Last month at Le Web 3 conference in Paris, Six Apart founder Mina Trott asserted that the next wave of blogging was going to be personal. Six Apart's own VOX blogging service is their manifestation of the principal of personal and private blogging.
Google's bought the party line on this one. The latest update to Blogger.com has pulled alongside services like Vox and Facebook, going exclusive and enabling existing users to restrict readership to certain friends.
By listing a series of safe e-mails, users can determine who may access their blogs. The privacy options are timely. Blog content is increasingly being scrutinized by both existing and would-be employers and as Six Apart has pointed out, the new trend in blogging is leaning towards private communication circles, be that friends, family, or professional.
The new Blogger requires users to register for a Google Gmail account, which has become quid pro quo for many of Google's services, including Google Docs & Spreadsheets and Google Analytics. Additionally, users will be able to tag their posts with relevant terms, in a system much like Google's Gmail labeling option.
The move puts Google on the same plane as other long-established blogging services, including Vox, TypePad, Wordpress and Xanga, which also provide friends restriction features.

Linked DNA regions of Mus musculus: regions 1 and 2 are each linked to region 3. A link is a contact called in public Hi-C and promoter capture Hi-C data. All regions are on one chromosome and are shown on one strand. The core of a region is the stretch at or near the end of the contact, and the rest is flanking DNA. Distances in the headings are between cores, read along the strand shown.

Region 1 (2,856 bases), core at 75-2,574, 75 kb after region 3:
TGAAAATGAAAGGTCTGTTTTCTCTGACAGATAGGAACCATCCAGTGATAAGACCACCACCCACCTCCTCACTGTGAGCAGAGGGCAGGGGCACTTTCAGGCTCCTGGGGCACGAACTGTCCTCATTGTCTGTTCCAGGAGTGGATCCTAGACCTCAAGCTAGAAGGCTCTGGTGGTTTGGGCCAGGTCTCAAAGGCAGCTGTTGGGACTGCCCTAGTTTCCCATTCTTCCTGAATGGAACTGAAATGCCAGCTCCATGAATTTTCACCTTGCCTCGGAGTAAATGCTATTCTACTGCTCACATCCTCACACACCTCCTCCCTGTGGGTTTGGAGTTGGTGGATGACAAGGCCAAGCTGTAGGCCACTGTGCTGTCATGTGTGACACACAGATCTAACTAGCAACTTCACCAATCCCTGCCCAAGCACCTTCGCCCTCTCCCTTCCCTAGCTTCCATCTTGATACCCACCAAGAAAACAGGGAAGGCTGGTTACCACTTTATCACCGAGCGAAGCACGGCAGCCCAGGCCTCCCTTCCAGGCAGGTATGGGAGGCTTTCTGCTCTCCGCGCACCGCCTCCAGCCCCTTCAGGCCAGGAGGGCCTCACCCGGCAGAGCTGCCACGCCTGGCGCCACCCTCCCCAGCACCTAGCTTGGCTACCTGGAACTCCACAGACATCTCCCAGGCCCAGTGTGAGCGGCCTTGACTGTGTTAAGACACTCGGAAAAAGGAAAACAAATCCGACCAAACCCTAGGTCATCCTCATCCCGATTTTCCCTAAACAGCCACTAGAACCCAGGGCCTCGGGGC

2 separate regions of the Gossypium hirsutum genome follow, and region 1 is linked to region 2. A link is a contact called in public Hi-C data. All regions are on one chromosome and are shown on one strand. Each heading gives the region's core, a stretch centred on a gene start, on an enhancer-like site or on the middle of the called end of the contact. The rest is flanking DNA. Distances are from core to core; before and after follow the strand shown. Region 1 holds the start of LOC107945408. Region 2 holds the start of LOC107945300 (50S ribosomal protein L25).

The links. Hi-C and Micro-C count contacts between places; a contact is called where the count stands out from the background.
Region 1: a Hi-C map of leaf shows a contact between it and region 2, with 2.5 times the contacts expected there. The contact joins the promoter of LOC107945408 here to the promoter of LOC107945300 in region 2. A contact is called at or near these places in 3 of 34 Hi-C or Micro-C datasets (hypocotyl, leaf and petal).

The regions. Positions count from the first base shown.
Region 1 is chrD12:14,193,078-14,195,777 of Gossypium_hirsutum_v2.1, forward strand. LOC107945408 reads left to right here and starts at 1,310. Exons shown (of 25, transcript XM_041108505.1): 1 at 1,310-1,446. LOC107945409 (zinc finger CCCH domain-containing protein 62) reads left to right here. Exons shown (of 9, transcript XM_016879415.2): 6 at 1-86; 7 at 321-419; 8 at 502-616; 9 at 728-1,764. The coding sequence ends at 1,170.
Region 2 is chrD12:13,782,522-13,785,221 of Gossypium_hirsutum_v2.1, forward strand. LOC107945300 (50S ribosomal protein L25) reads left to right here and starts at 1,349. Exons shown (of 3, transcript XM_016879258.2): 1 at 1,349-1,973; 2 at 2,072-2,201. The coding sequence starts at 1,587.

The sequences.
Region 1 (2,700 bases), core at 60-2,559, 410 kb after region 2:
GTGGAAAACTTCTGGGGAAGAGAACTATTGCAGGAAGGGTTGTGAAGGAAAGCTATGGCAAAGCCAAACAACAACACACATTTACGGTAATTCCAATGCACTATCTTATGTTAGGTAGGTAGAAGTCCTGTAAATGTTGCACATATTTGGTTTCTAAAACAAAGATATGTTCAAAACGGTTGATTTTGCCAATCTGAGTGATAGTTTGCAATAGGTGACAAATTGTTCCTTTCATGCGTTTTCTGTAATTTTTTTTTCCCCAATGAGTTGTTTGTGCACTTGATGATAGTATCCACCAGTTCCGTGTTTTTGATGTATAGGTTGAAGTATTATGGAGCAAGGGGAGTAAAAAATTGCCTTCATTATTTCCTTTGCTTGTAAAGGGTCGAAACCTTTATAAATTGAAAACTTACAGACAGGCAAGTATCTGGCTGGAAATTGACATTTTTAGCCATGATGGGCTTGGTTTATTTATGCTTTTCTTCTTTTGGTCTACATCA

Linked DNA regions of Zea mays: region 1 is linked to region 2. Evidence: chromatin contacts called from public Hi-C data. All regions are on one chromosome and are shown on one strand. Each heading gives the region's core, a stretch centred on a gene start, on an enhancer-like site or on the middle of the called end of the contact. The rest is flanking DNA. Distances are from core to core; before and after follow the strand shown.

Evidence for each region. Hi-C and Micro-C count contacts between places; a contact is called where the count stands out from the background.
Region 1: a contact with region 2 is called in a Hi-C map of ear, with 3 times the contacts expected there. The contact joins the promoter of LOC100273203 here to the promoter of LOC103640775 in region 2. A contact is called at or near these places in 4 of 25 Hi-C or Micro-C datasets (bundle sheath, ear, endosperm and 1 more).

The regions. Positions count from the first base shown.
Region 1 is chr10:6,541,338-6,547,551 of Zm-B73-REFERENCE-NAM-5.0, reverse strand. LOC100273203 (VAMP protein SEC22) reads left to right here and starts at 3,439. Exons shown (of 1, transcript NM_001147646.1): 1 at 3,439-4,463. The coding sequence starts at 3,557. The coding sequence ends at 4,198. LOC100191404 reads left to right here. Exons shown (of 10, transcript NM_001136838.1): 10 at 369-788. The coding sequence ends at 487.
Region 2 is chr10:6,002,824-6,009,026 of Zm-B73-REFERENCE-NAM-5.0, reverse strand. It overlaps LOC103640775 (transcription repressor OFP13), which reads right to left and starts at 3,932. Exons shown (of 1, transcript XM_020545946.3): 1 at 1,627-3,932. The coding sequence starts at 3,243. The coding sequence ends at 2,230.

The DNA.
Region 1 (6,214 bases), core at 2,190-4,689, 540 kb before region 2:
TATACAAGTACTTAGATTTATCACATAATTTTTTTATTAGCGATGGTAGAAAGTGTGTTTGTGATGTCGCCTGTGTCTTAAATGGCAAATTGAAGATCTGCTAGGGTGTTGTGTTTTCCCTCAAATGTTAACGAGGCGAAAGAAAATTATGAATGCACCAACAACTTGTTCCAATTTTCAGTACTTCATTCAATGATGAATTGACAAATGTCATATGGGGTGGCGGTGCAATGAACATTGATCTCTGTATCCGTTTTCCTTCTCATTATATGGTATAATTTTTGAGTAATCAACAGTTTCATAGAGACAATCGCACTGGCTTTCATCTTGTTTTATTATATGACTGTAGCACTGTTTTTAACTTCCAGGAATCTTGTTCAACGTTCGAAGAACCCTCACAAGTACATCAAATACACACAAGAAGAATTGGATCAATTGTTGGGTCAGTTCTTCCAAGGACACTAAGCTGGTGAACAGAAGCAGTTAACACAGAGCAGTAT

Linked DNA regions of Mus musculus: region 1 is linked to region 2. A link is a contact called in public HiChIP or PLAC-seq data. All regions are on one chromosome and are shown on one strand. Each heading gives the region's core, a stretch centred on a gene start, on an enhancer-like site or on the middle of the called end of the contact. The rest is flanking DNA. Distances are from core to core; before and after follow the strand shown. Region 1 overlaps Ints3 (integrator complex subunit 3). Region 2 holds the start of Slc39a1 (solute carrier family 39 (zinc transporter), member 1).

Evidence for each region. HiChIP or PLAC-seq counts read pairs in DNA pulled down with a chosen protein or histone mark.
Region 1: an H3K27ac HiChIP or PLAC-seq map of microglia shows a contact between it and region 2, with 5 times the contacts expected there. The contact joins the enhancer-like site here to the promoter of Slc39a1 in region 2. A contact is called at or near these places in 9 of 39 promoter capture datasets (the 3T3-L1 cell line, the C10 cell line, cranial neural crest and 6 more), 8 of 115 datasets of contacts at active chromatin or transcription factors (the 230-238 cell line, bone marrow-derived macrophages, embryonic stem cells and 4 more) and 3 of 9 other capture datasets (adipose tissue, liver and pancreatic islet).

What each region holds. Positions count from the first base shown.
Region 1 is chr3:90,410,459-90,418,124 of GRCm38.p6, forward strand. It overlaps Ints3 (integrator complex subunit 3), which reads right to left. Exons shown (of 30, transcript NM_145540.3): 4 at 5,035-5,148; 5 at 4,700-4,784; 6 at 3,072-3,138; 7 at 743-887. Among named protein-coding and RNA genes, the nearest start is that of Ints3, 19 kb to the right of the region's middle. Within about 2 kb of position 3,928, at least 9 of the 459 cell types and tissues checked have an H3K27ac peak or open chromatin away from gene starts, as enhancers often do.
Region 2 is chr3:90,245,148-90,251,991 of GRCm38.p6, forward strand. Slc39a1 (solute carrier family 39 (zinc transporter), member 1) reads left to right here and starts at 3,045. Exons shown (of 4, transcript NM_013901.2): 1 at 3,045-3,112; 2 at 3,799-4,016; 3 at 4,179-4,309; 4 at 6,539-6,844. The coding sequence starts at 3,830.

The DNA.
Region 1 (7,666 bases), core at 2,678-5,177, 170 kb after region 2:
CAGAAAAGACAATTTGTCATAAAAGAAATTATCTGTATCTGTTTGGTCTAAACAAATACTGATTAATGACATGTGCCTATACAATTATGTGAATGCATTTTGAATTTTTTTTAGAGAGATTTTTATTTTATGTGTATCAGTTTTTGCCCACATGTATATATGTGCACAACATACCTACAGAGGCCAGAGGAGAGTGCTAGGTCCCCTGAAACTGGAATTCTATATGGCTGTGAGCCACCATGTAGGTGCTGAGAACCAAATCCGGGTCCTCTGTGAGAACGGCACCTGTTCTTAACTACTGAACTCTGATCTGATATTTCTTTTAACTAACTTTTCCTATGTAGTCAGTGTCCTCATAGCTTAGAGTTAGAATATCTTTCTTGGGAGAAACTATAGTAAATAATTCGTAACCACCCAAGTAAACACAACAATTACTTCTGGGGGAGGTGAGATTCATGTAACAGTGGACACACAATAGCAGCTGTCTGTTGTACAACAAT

The Blogger update additionally brings full support for the RSS 2.0 and Atom 1.0 publishing standards, enabling readers to more easily access other blogs without having to visit the actual site. Users can also create a single space unique conversations, as separate feeds can be created for comments to individual posts.
The conversion to the upgrade for existing Blogger users will be gradual -- presently Google is only extending the upgrade to select users. The chosen ones will have to log in with their Google accounts, disregarding Blogger usernames and passwords entirely.
"If you're one of [the users chosen to transition], you'll see a blue box in the sidebar of your dashboard highlighting the new version of Blogger," a Google representative explained. At present transitioned users must click on this separate box in order to log in.
Despite initial confusion over the username transition, the new Blogger brings many good things, rids users of stock bugs, and is more intuitive than the original.
The Blogger.com service is a popular blogging platform that Google purchased from Pyra Labs in early 2003.
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